Three US women advanced to the free skate but struggled to break into medal contention in an event that has been overshadowed by the latest Russian doping scandal.
The dominant Russians had three of the top four spots, and Alysa Liu was the only American breaking into the top 10, in eighth.
“I don’t know how anybody else skated. I only know how I skated. Again, it’s disappointing. I hope that they skated well. And if not, then I guess we’re in the same boat,” said Karen Chen, who came in 13th. “We’ve just got a focus on delivering a more solid long program.”
Liu skated a more conservative program, downgrading her planned triple axel into a double in order to land a cleanly.
Though Liu was all smiles during the program, she said it was a struggle to switch to a new coach late in the season. She shouted out her former coach for helping her with her choreography.
“The change was really recent so it was a hard change, of course, for me,” Liu said. “I’m just really glad I get to show his choreography. Hopefully I did it justice.”
Fellow American Mariah Bell, in 11th, also had a shaky performance. Both she and Chen fell. All three US skaters now advance to the free skate on Thursday, when the medals will be decided.
On this night, all eyes were on Russian Kamila Valieva, who walked away with the top performance at Capital Indoor Stadium. Russian teammates Anna Shcherbakova and Alexandra Trusova came in second and fourth, respectively. Japan’s Kaori Sakamoto was in third.
The 15-year-old Valieva returned to the Olympic stage a day after she was cleared to compete in the individual event. The controversial ruling was made Monday by a Court of Arbitration for Sport panel at the Olympics. Valieva already earned a gold medal when the Russians won the team event last week.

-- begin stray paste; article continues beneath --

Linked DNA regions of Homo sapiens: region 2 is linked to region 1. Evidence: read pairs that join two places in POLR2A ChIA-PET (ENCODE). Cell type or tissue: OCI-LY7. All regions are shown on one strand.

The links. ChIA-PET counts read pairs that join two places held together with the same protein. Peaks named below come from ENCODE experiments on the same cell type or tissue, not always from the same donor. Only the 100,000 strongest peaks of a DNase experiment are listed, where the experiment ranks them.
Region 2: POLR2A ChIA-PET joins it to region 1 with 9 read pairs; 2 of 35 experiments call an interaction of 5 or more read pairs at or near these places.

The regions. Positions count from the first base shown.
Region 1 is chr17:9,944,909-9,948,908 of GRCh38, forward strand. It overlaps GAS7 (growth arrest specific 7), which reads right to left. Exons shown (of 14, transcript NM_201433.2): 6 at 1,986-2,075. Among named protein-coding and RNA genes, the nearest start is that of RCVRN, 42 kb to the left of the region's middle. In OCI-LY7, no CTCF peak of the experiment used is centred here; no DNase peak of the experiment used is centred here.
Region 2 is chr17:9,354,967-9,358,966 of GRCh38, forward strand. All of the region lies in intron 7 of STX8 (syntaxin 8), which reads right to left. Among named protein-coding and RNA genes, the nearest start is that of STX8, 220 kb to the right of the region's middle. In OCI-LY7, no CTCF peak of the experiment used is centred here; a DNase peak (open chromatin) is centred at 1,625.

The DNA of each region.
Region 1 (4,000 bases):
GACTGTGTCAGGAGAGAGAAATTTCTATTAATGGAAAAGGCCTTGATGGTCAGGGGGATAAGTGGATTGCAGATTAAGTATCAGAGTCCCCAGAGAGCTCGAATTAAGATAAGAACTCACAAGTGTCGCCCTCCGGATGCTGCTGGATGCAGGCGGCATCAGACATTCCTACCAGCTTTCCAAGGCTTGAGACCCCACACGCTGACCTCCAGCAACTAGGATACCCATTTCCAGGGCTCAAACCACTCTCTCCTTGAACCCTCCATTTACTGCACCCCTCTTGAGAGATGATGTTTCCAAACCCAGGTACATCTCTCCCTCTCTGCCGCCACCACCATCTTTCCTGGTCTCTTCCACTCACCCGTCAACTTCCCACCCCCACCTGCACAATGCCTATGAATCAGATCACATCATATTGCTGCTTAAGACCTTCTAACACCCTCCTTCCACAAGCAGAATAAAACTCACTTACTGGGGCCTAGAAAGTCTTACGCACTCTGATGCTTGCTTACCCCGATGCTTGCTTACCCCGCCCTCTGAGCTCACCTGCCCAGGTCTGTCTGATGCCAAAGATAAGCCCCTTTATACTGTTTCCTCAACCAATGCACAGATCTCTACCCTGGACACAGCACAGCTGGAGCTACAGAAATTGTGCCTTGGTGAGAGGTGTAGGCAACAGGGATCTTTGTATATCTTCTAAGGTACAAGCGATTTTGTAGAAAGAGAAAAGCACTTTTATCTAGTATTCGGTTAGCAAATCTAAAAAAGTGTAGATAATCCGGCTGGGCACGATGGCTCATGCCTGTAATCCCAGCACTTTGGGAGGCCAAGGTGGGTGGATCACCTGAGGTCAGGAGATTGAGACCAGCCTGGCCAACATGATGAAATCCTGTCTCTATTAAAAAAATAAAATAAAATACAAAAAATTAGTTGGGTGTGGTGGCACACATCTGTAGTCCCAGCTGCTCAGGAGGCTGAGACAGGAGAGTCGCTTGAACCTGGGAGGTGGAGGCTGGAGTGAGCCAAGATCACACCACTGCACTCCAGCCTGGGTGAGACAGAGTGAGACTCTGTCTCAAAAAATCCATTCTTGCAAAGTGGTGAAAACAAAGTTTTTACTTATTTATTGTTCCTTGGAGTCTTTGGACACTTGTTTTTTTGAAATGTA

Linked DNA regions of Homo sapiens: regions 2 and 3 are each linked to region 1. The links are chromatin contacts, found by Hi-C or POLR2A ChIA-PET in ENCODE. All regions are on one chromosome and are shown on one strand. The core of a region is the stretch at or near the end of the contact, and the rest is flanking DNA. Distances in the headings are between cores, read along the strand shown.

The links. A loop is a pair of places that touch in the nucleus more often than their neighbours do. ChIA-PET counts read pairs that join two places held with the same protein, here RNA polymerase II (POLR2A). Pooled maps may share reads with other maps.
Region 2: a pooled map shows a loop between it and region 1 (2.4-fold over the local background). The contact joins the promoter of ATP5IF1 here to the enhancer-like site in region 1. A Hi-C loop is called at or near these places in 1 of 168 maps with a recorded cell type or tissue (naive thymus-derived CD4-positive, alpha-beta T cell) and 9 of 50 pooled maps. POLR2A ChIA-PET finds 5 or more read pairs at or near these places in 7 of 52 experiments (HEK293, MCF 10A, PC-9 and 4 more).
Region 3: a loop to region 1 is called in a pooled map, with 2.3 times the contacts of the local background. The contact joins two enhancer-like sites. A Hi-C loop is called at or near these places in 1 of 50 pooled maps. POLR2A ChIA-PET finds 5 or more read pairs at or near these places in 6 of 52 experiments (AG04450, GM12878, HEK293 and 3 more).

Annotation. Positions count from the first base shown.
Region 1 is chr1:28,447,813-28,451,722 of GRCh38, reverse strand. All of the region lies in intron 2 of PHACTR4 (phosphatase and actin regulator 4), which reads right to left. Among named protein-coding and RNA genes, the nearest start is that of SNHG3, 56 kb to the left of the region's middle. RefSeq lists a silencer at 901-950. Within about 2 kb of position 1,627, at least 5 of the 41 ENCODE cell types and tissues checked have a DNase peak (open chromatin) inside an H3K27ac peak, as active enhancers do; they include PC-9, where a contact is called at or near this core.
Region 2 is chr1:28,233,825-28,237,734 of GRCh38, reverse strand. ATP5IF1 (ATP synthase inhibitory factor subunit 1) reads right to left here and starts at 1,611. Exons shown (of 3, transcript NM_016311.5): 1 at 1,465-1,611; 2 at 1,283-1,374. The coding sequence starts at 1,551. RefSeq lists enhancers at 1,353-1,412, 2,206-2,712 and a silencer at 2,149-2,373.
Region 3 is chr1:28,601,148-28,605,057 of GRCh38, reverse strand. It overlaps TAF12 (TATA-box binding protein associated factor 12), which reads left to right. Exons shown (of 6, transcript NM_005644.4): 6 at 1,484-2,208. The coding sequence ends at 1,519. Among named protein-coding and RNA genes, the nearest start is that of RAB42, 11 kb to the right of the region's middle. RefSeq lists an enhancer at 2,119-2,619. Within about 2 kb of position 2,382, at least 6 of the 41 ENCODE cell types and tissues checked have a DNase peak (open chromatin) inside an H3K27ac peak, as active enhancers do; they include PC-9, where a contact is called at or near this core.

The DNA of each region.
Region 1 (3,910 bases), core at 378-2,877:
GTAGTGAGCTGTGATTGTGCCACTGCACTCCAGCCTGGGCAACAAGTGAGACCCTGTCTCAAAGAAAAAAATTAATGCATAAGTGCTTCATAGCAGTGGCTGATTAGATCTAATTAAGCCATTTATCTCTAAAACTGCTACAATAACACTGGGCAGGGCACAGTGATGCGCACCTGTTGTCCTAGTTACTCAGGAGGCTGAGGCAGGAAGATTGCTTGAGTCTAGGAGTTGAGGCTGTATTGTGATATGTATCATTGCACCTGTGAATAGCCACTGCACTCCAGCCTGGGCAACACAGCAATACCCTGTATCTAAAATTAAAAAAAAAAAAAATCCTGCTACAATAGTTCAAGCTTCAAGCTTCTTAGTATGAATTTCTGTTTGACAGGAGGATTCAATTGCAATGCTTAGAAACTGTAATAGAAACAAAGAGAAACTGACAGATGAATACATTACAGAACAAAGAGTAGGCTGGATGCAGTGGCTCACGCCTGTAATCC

The medals won’t be presented in Beijing, however, because the International Olympic Committee is waiting for the longer-term investigation of Valieva’s doping case to play out.
Joey Mantia snags first speedskating medal
Joey Mantia is finally taking home his first medal in his third Olympics.
The 36-year-old American, along with Casey Dawson and Emery Lehman, earned the bronze in team pursuit on Tuesday. It was the second speedskating medal for the United States in Beijing after Erin Jackson won gold in the 500 meters.
“I feel like the weight has been lifted in a sense,” Mantia said. “Now I can just kind of breathe.”
At 36 years, 8 days, Mantia is the oldest medalist in team pursuit, breaking the mark of Rintje Ritsma of the Netherlands.
It was the Americans’ first medal in men’s speedskating since the 2010 Vancouver Games.
Crucial fall costs Japan in women’s team pursuit
Nana Takagi lost her balance and crashed into the padding at the Beijing speedskating oval coming through the final corner of women’s team pursuit, costing defending champions Japan a second straight gold.
Canada cruised across the line for the improbable victory, while Takagi was reduced to tears by her untimely mistake.
“My mind hasn’t recovered from the fall,” she said through an interpreter. “It’s hard to me to think or talk about it right now.”
Takagi was at the back of a three-skater train and appeared to simply lose her balance. She got up and finished, more than 11 seconds behind Canada, then collapsed into the arms of one of her teammates, younger sister Miho Takagi.
“We have been chasing Japan for so long,” Canadian skater Isabelle Weidemann said. “We look a lot at their synchronicity. They skate so beautifully together. They look like one perfect unit.”
Until Takagi went down on the final turn.
“To be honest, I was in an excellent mood,” she said. “I thought I’m going to complete my best skate in the past one and a half weeks, together with my sister.”
The bronze went to the Netherlands, which beat the Russian skaters with a trio that included individual gold medalists Ireen Wust and Irene Schouten.